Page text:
Technical & Professional Writing Internships

Successful internships benefit both students and the companies that sponsor them! Our program provides the preparation, connections and structure needed to make internships work as they should.

Internship Overview

Course Work

  • Enrollment in internship course:
    • TPW 695 (3 units)
  • Required prerequisites:
    • C or better in five TPW core or skills elective courses, including TPW 400, TPW 550 and TPW 555

Expectations and Assignments

  • Pre-placement review of resume and portfolio
  • Minimum of 120 hours of internship work over a minimum of six weeks
  • Supervision by a professional
  • Relevant work:
  • Writing
  • Editing
  • Writing-related research
  • Writing-related graphic design
  • Log of hours and activities
  • Final report
  • Required conferences with sponsor and TPW Internship Instructor

Academic Oversight

  • Minimum of four conferences with TPW Internship Instructor
  • Resume and portfolio review
  • Contract approval
  • Interim review
  • Final evaluation

Sponsor Evaluation

  • Minimum two reviews:
  • Interim written report and conference after 50 - 60 hours and minimum 30 hours and 3 weeks before internship ends
  • Written report and grading after 120 hours and within one week after internship ends

Detailed Guidelines for Student Interns


Plan your internship

  1. Complete TPW 695 prerequisites.
  2. Enroll in TPW 695 with TPW Internship Instructor's prior approval.
  3. Prepare your resume and a portfolio of writing samples.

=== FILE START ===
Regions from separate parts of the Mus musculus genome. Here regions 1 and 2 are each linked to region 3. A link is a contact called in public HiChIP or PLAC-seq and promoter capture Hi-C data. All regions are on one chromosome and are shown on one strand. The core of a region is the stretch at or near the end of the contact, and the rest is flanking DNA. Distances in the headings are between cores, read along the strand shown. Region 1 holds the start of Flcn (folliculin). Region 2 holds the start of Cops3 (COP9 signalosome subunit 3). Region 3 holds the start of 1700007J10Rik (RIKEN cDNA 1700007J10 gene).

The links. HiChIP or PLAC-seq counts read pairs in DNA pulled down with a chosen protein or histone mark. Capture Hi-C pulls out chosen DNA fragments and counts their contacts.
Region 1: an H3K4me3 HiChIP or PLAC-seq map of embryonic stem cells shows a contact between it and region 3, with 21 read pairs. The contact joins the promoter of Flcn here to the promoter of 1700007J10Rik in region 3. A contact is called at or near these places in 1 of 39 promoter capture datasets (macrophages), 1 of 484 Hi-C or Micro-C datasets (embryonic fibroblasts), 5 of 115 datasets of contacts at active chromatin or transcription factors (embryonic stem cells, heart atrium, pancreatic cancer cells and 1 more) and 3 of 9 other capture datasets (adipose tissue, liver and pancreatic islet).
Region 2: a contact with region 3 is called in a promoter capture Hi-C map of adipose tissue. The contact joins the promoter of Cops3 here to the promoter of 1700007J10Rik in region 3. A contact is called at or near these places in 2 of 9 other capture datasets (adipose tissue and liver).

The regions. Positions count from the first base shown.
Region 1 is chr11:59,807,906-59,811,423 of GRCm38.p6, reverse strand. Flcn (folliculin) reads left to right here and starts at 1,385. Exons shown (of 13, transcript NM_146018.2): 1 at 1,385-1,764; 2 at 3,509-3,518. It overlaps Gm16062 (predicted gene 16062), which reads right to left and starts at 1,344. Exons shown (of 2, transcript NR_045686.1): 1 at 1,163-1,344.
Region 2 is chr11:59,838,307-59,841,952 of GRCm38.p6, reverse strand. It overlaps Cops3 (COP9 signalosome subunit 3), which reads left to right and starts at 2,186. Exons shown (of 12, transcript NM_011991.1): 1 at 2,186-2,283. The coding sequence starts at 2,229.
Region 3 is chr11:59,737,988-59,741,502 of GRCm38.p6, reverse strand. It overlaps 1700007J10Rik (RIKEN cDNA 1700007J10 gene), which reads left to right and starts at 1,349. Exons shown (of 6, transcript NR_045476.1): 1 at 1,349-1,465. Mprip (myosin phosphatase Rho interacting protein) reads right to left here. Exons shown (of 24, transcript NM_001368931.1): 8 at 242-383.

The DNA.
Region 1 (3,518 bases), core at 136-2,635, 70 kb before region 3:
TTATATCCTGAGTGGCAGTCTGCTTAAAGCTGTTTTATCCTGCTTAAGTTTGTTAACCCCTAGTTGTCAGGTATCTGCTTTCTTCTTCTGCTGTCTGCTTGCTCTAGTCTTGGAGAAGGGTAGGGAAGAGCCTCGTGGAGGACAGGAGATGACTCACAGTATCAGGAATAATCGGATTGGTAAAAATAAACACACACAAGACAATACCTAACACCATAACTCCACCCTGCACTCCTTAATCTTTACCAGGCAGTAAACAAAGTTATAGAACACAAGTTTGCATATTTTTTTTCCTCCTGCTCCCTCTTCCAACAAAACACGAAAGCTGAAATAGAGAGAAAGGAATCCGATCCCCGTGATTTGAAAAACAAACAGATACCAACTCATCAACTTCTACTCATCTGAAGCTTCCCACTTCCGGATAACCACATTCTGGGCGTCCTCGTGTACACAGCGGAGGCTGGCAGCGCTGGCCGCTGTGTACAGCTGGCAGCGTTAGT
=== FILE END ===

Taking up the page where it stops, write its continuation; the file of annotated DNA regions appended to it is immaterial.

4. Reference (recommended) textbooks.
  5. Meet with the TPW Internship Instructor to review your resume and portfolio.
  6. Allow several weeks to locate an internship placement.

Check resume and portfolio requirements.

Identify placement opportunities

  1. Search the TPW internship book in the TPW program office.
  2. Subscribe to the TPW jobs and internships listserve by e-mailing your name and e-mail address to TPW.
  3. Check Career Center internship listings or Community Involvement Center postings.
  4. Develop your own contacts in your field of interest for future employment.

You should assume that paid positions may involve more demanding expectations.

Application and contract

Apply for internship positions

  1. The TPW program will not place you directly.
  2. Supervisors may request a resume, writing samples, recommendations and/or an interview.

Negotiate the internship contract

  1. Download a copy of the Student/Sponsor Contract.
  2. Complete the contract form in full (using a word processor, not handwriting). Be sure to specify and clearly distinguish both job responsibilities (what you will do) and learning objectives (what your job responsibilities will teach you).
  3. Get your supervisor’s signature on the contract form.
  4. Meet with the TPW Internship Instructor to request approval of the contract.
  5. Do not begin work until you, your supervisor and the TPW internship instructor have signed.